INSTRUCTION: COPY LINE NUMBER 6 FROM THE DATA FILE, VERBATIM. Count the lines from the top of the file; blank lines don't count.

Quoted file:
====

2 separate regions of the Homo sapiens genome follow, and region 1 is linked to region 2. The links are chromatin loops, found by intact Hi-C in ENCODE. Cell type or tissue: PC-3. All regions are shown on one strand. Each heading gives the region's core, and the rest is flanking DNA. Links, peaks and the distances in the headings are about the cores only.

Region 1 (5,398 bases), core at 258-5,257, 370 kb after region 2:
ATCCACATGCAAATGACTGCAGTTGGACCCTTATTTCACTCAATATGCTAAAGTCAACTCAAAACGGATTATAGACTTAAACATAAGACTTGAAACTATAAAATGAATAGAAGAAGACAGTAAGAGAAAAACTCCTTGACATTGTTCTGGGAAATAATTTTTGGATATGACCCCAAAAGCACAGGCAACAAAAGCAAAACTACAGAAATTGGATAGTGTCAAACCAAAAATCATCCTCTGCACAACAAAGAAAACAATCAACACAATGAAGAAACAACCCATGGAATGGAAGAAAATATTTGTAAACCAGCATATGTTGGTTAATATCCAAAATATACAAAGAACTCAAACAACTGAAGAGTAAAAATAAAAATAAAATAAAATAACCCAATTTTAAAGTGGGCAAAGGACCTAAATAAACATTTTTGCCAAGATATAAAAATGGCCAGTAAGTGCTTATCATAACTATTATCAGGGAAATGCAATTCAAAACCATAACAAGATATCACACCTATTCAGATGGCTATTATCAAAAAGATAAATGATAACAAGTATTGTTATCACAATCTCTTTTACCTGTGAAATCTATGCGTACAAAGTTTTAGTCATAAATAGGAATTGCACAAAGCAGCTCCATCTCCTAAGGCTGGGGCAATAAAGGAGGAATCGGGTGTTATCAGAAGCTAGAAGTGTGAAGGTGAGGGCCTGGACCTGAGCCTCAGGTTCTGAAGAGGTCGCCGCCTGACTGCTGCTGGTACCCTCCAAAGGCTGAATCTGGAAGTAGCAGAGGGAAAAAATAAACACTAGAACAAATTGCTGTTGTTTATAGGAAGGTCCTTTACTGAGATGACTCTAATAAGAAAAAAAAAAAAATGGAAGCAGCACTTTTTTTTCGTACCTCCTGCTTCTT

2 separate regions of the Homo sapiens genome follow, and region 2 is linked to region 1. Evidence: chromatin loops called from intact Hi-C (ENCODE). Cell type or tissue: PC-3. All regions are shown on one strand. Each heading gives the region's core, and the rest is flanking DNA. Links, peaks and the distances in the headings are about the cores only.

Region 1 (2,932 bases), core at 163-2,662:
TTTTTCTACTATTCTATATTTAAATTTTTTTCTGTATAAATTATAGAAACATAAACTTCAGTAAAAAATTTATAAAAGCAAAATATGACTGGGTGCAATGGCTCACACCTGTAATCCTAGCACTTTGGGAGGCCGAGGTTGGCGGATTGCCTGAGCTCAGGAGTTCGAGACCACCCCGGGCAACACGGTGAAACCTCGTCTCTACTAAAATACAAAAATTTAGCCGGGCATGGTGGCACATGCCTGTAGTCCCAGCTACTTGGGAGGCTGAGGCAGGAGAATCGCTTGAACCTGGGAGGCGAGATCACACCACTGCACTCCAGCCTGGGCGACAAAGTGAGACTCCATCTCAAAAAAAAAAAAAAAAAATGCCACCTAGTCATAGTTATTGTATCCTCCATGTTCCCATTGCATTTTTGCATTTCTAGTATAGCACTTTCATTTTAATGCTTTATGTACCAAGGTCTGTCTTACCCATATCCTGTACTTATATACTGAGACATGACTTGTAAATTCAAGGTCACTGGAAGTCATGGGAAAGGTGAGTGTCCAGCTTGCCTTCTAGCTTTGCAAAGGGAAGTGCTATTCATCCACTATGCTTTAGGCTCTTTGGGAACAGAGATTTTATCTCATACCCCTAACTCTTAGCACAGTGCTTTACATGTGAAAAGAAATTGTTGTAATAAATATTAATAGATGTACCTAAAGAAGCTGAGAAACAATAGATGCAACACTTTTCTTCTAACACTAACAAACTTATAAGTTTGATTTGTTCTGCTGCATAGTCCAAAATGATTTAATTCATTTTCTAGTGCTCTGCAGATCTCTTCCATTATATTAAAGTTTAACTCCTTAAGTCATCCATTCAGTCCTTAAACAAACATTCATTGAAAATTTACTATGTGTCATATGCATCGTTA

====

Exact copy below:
TTTTTCTACTATTCTATATTTAAATTTTTTTCTGTATAAATTATAGAAACATAAACTTCAGTAAAAAATTTATAAAAGCAAAATATGACTGGGTGCAATGGCTCACACCTGTAATCCTAGCACTTTGGGAGGCCGAGGTTGGCGGATTGCCTGAGCTCAGGAGTTCGAGACCACCCCGGGCAACACGGTGAAACCTCGTCTCTACTAAAATACAAAAATTTAGCCGGGCATGGTGGCACATGCCTGTAGTCCCAGCTACTTGGGAGGCTGAGGCAGGAGAATCGCTTGAACCTGGGAGGCGAGATCACACCACTGCACTCCAGCCTGGGCGACAAAGTGAGACTCCATCTCAAAAAAAAAAAAAAAAAATGCCACCTAGTCATAGTTATTGTATCCTCCATGTTCCCATTGCATTTTTGCATTTCTAGTATAGCACTTTCATTTTAATGCTTTATGTACCAAGGTCTGTCTTACCCATATCCTGTACTTATATACTGAGACATGACTTGTAAATTCAAGGTCACTGGAAGTCATGGGAAAGGTGAGTGTCCAGCTTGCCTTCTAGCTTTGCAAAGGGAAGTGCTATTCATCCACTATGCTTTAGGCTCTTTGGGAACAGAGATTTTATCTCATACCCCTAACTCTTAGCACAGTGCTTTACATGTGAAAAGAAATTGTTGTAATAAATATTAATAGATGTACCTAAAGAAGCTGAGAAACAATAGATGCAACACTTTTCTTCTAACACTAACAAACTTATAAGTTTGATTTGTTCTGCTGCATAGTCCAAAATGATTTAATTCATTTTCTAGTGCTCTGCAGATCTCTTCCATTATATTAAAGTTTAACTCCTTAAGTCATCCATTCAGTCCTTAAACAAACATTCATTGAAAATTTACTATGTGTCATATGCATCGTTA